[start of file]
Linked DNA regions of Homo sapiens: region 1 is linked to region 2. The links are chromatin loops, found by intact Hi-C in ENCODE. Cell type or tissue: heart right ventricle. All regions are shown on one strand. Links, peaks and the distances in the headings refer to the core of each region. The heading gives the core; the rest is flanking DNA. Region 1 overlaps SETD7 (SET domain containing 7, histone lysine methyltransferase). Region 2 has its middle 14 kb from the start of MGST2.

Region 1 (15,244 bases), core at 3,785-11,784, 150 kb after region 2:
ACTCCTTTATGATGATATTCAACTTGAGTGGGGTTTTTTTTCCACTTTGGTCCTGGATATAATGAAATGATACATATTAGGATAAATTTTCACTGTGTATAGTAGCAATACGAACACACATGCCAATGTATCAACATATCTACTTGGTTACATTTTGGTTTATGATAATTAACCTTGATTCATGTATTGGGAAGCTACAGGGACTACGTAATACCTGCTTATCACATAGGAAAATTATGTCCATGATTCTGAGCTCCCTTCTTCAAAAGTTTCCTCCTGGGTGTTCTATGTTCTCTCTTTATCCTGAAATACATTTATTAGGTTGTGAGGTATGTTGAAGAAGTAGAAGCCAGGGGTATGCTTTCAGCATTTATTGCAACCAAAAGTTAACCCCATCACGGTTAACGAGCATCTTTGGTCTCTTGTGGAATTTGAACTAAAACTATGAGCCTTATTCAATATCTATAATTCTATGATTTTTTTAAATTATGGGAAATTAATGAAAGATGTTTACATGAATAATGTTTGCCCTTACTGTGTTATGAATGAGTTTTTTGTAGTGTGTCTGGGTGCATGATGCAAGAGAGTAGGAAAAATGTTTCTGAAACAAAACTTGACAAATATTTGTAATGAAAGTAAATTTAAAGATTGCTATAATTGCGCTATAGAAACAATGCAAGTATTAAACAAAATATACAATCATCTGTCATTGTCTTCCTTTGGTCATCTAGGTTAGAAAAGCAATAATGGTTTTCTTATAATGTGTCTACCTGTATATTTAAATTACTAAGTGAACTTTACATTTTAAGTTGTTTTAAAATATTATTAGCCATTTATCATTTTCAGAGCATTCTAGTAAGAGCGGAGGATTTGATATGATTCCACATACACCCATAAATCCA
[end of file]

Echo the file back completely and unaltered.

Linked DNA regions of Homo sapiens: region 1 is linked to region 2. The links are chromatin loops, found by intact Hi-C in ENCODE. Cell type or tissue: heart right ventricle. All regions are shown on one strand. Links, peaks and the distances in the headings refer to the core of each region. The heading gives the core; the rest is flanking DNA. Region 1 overlaps SETD7 (SET domain containing 7, histone lysine methyltransferase). Region 2 has its middle 14 kb from the start of MGST2.

Region 1 (15,244 bases), core at 3,785-11,784, 150 kb after region 2:
ACTCCTTTATGATGATATTCAACTTGAGTGGGGTTTTTTTTCCACTTTGGTCCTGGATATAATGAAATGATACATATTAGGATAAATTTTCACTGTGTATAGTAGCAATACGAACACACATGCCAATGTATCAACATATCTACTTGGTTACATTTTGGTTTATGATAATTAACCTTGATTCATGTATTGGGAAGCTACAGGGACTACGTAATACCTGCTTATCACATAGGAAAATTATGTCCATGATTCTGAGCTCCCTTCTTCAAAAGTTTCCTCCTGGGTGTTCTATGTTCTCTCTTTATCCTGAAATACATTTATTAGGTTGTGAGGTATGTTGAAGAAGTAGAAGCCAGGGGTATGCTTTCAGCATTTATTGCAACCAAAAGTTAACCCCATCACGGTTAACGAGCATCTTTGGTCTCTTGTGGAATTTGAACTAAAACTATGAGCCTTATTCAATATCTATAATTCTATGATTTTTTTAAATTATGGGAAATTAATGAAAGATGTTTACATGAATAATGTTTGCCCTTACTGTGTTATGAATGAGTTTTTTGTAGTGTGTCTGGGTGCATGATGCAAGAGAGTAGGAAAAATGTTTCTGAAACAAAACTTGACAAATATTTGTAATGAAAGTAAATTTAAAGATTGCTATAATTGCGCTATAGAAACAATGCAAGTATTAAACAAAATATACAATCATCTGTCATTGTCTTCCTTTGGTCATCTAGGTTAGAAAAGCAATAATGGTTTTCTTATAATGTGTCTACCTGTATATTTAAATTACTAAGTGAACTTTACATTTTAAGTTGTTTTAAAATATTATTAGCCATTTATCATTTTCAGAGCATTCTAGTAAGAGCGGAGGATTTGATATGATTCCACATACACCCATAAATCCA